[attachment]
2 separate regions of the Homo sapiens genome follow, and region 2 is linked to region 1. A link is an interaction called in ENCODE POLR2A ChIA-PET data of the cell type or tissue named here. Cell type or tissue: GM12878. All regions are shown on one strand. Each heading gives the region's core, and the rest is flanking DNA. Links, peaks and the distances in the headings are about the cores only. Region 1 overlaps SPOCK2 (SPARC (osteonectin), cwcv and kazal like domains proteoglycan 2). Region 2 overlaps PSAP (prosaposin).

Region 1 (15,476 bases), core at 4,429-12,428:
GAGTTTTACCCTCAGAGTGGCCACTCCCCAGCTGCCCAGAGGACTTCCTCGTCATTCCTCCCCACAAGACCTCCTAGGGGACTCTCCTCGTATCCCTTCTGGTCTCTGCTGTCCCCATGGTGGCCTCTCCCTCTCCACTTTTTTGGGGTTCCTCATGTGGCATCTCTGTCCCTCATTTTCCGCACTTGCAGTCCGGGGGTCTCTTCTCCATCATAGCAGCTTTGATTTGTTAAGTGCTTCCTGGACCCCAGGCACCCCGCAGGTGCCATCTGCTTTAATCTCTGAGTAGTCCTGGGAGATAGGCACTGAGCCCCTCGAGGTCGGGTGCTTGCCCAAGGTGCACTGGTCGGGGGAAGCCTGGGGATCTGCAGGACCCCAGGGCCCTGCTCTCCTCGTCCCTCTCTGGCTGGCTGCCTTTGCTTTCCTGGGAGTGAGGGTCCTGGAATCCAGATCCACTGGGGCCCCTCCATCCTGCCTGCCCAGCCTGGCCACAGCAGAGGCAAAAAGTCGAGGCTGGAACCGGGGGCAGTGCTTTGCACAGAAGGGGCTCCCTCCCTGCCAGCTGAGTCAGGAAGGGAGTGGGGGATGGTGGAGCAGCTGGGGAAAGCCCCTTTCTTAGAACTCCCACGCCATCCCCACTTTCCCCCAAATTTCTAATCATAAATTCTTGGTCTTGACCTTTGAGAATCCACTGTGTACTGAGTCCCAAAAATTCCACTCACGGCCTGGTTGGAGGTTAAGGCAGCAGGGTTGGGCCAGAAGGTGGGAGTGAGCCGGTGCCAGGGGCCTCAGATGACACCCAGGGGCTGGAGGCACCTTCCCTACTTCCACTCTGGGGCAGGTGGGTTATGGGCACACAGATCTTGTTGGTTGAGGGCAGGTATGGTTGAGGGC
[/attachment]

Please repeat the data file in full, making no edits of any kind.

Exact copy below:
2 separate regions of the Homo sapiens genome follow, and region 2 is linked to region 1. A link is an interaction called in ENCODE POLR2A ChIA-PET data of the cell type or tissue named here. Cell type or tissue: GM12878. All regions are shown on one strand. Each heading gives the region's core, and the rest is flanking DNA. Links, peaks and the distances in the headings are about the cores only. Region 1 overlaps SPOCK2 (SPARC (osteonectin), cwcv and kazal like domains proteoglycan 2). Region 2 overlaps PSAP (prosaposin).

Region 1 (15,476 bases), core at 4,429-12,428:
GAGTTTTACCCTCAGAGTGGCCACTCCCCAGCTGCCCAGAGGACTTCCTCGTCATTCCTCCCCACAAGACCTCCTAGGGGACTCTCCTCGTATCCCTTCTGGTCTCTGCTGTCCCCATGGTGGCCTCTCCCTCTCCACTTTTTTGGGGTTCCTCATGTGGCATCTCTGTCCCTCATTTTCCGCACTTGCAGTCCGGGGGTCTCTTCTCCATCATAGCAGCTTTGATTTGTTAAGTGCTTCCTGGACCCCAGGCACCCCGCAGGTGCCATCTGCTTTAATCTCTGAGTAGTCCTGGGAGATAGGCACTGAGCCCCTCGAGGTCGGGTGCTTGCCCAAGGTGCACTGGTCGGGGGAAGCCTGGGGATCTGCAGGACCCCAGGGCCCTGCTCTCCTCGTCCCTCTCTGGCTGGCTGCCTTTGCTTTCCTGGGAGTGAGGGTCCTGGAATCCAGATCCACTGGGGCCCCTCCATCCTGCCTGCCCAGCCTGGCCACAGCAGAGGCAAAAAGTCGAGGCTGGAACCGGGGGCAGTGCTTTGCACAGAAGGGGCTCCCTCCCTGCCAGCTGAGTCAGGAAGGGAGTGGGGGATGGTGGAGCAGCTGGGGAAAGCCCCTTTCTTAGAACTCCCACGCCATCCCCACTTTCCCCCAAATTTCTAATCATAAATTCTTGGTCTTGACCTTTGAGAATCCACTGTGTACTGAGTCCCAAAAATTCCACTCACGGCCTGGTTGGAGGTTAAGGCAGCAGGGTTGGGCCAGAAGGTGGGAGTGAGCCGGTGCCAGGGGCCTCAGATGACACCCAGGGGCTGGAGGCACCTTCCCTACTTCCACTCTGGGGCAGGTGGGTTATGGGCACACAGATCTTGTTGGTTGAGGGCAGGTATGGTTGAGGGC